“It was just like a Chuck Norris movie,” said the guy in the back of the train. He was wearing a mesh New York Giants jersey with the sleeves cut off. The girl next to him was staring at him open-mouthed, saying “Wow” every two or three seconds.

“You can’t tell anybody about this, ’cause I don’t want to get busted.” He was in his late teens with a rather sparse mustache, and he was telling secrets loud enough for everyone in the car to hear.

“So I went to this deli, this Korean deli, and I ordered a sub. Turkey, salami, lettuce, mayo, everything. The dude started making the sandwich, and he put only like two slices of salami on it. I said, ‘Yo. Guy. Can I get a couple more slices?’ And the guy says, ‘No.’ So I said, ‘Come on. Just a couple more slices of salami.’ He says ‘No.’ I say, ‘Look, I’ll pay extra. I just want a couple more slices of salami.’ And he still says ‘No.’ I was getting pissed because he was being totally bogus. I was getting ready to clock this guy. I was real drunk, too. I mean, it wasn’t like I was about to take guff from this guy.”


“I’m like ‘Look, you’re being bogus.’ And he’s got this big-ass cleaver behind the counter because he thinks there’s gonna be trouble. I’m like ‘What the hell you doin’ with the knife? I just want salami–that’s it.’ He comes at me with the knife sayin’ some Korean bullshit. Couldn’t understand him. I take the guy’s hand and I bite the hell out of it. He drops the knife, and I get the hell out of there. I run the hell out of there.”


“There’s more. Guy keeps on following me. I turn around and say, ‘Hey! You followin’ me?’ Guy laughs. He’s got the knife. And I just came back from hockey practice, so I had my skates and my stick. And I was all set to clock him with the stick if he got any closer. Guy comes closer and closer with the knife. Just like the guy in the Jackie Chan movie. I’m like ‘I gotta do something.’ So I take the hockey stick and I clock him on the side of the face with it and hit the bastard over the head. Boom. He’s out.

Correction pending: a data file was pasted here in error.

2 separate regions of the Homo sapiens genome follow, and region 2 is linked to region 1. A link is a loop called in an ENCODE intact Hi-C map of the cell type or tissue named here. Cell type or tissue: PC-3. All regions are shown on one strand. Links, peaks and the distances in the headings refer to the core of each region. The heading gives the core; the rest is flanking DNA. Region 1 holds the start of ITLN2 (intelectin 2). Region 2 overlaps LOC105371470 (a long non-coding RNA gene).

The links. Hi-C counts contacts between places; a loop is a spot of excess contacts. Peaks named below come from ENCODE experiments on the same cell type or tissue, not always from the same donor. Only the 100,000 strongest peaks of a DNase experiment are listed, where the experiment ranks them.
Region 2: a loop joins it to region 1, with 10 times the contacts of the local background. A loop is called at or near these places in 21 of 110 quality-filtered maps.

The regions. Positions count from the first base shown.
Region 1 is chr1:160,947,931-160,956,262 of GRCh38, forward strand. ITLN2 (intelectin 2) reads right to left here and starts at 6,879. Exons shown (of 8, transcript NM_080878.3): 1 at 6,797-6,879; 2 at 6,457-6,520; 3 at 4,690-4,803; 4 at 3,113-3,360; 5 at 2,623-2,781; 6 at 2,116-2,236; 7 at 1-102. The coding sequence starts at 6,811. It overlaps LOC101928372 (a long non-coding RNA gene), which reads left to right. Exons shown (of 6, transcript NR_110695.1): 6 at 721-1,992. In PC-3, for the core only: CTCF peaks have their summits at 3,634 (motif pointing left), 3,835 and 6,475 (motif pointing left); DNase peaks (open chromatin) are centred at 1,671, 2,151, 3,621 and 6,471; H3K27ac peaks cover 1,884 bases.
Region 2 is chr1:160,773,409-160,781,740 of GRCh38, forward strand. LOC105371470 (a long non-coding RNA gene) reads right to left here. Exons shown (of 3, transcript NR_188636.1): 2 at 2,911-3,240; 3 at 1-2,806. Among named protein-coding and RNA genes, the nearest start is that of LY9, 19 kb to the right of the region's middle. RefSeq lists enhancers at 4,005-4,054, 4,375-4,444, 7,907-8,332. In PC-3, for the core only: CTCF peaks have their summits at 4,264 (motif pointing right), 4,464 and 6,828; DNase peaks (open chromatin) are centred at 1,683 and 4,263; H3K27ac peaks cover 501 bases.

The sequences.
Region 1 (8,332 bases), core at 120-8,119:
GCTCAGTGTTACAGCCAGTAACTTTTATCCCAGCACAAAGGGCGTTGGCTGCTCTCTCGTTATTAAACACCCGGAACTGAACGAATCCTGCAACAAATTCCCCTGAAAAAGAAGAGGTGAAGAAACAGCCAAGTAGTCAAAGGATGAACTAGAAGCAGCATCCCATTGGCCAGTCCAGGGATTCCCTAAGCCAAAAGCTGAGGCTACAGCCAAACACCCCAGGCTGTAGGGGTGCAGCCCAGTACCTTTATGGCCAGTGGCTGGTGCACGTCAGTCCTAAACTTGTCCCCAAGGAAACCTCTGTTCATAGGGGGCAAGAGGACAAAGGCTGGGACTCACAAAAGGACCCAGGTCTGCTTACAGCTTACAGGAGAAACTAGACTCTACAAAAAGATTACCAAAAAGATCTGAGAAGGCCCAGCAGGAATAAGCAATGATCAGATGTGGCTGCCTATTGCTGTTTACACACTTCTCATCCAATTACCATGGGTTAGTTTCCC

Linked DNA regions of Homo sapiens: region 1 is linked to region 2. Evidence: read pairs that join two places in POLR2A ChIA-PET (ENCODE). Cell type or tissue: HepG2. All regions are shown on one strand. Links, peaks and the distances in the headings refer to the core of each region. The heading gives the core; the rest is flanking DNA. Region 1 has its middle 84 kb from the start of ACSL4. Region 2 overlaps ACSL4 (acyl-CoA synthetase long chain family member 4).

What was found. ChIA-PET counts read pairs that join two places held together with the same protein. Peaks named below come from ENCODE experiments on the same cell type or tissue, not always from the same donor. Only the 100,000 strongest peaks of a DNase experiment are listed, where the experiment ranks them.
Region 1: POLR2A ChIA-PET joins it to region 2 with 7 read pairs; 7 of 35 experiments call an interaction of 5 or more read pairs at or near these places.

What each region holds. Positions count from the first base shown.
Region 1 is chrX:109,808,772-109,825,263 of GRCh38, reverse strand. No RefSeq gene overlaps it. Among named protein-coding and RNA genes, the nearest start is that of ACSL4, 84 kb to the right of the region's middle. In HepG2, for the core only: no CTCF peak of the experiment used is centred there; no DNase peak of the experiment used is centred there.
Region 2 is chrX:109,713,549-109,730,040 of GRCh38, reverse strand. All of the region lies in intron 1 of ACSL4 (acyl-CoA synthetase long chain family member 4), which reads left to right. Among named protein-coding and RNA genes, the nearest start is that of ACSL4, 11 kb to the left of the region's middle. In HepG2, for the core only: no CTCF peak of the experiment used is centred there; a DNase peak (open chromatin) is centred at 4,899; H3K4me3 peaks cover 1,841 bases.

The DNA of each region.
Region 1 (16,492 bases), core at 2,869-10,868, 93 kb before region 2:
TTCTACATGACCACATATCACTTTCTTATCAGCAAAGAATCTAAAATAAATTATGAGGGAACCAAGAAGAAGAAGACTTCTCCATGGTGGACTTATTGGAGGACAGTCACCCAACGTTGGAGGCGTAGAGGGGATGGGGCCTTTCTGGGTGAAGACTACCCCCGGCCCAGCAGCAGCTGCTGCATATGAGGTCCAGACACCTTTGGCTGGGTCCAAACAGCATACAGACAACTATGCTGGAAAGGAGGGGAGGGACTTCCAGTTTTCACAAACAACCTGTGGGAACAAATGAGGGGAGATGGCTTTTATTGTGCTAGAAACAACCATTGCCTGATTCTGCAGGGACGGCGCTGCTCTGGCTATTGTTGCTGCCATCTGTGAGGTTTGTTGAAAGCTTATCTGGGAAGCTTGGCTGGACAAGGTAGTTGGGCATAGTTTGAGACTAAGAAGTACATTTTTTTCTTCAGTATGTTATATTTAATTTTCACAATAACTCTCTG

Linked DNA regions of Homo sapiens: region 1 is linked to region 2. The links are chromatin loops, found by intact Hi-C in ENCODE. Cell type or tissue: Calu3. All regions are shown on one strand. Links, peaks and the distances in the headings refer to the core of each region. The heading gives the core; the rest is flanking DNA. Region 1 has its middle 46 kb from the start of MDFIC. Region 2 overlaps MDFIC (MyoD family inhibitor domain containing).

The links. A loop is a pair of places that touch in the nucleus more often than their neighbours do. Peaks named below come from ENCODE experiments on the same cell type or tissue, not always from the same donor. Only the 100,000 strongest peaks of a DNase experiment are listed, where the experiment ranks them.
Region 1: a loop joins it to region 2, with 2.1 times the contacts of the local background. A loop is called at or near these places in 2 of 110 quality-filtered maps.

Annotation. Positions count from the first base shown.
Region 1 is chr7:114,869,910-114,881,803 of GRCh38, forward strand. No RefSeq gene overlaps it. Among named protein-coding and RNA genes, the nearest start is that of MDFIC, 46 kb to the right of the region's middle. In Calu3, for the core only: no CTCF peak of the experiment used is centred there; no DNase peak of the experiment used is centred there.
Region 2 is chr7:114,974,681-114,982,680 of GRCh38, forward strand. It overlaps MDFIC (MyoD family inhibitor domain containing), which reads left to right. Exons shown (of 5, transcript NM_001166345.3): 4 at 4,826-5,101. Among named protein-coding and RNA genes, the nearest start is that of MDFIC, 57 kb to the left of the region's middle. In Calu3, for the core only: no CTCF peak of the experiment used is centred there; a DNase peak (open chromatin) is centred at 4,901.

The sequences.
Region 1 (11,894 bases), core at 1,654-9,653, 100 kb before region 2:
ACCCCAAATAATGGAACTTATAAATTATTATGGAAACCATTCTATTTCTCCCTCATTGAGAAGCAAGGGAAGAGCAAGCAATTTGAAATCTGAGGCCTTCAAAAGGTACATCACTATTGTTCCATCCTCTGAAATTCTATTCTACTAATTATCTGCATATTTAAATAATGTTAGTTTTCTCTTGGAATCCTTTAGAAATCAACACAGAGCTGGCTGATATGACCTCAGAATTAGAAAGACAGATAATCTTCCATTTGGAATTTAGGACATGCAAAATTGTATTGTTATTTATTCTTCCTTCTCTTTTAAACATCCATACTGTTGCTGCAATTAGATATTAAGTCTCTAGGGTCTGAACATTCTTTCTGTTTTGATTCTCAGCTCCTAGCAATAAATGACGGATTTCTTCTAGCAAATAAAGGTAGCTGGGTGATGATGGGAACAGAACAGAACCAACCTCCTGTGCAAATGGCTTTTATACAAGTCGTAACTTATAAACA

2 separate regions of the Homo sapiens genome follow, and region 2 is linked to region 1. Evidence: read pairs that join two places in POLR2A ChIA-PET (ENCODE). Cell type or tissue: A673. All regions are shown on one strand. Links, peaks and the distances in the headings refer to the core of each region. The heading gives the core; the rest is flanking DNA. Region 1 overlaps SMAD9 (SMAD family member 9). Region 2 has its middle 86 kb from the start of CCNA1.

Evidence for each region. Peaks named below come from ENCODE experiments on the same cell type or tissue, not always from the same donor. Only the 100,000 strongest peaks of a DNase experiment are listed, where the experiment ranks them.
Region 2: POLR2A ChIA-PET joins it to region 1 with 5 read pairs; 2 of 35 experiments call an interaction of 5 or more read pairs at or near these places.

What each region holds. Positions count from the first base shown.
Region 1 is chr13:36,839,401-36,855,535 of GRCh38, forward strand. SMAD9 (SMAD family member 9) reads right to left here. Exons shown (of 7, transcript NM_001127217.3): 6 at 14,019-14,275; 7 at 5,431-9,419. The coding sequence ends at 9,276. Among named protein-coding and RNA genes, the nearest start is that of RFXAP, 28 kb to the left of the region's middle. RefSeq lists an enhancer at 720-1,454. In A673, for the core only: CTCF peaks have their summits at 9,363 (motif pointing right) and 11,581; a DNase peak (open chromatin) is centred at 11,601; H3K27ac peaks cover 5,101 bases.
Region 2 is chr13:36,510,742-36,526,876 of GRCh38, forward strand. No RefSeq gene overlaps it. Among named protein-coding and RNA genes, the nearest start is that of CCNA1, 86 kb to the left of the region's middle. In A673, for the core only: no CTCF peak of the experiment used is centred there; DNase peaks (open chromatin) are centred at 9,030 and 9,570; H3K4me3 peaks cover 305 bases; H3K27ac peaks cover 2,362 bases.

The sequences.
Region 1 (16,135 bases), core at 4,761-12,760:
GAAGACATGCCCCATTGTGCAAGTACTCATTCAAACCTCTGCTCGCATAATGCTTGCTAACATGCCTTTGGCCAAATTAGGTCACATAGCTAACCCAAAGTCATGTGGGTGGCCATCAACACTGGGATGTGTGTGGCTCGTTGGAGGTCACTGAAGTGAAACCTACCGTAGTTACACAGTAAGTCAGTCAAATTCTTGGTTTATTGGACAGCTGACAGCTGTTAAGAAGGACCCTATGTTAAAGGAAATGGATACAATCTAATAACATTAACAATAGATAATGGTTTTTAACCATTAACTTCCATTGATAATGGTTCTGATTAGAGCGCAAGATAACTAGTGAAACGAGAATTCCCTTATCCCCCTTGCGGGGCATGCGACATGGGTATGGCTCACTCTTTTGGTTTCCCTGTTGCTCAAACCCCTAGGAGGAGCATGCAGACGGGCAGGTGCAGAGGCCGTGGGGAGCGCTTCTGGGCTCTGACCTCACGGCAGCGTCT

“Now, I’m all set to get the fuck out and go home. But one of his Korean buddies is there, and he’s got one of those Korean headbands and he’s running after me with this dumb-ass look on his face. Gook’s got buckteeth. And he stops right by me and he starts doing all this ‘Hi-ya’ judo shit with his hands and everything. So–you’re gonna love this part–I take one look at him and say ‘Hey, you know judo? Great. I know tae kwon do.’ Bam. I do a kick to his stomach, then one to his head. And I whale on this dude.

“I knew I should get out then. But I was pissed, so I went back to the deli. No one was there, so I took my stick and started breaking shit. Bottles of soda. Threw all the boxes of cereal off the shelves.”

“You didn’t.”

“Broke the windows, the glass on the freezer, everything. Totally trashed the place. It looked like a bomb hit it. Looked like somebody nuked the place. Koreans deserved it though. That’s the best thing I’ve done in a long time. You know what the real drag of it was though?”

The other passengers on the train fidget, pretending not to hear. Some bury their heads in books and newspapers while cocking their ears toward the storyteller.

“What?” the girl asked in awe.

“I never got my sandwich. I went home and I was totally starved.”

Art accompanying story in printed newspaper (not available in this archive): photo/Bruce Powell.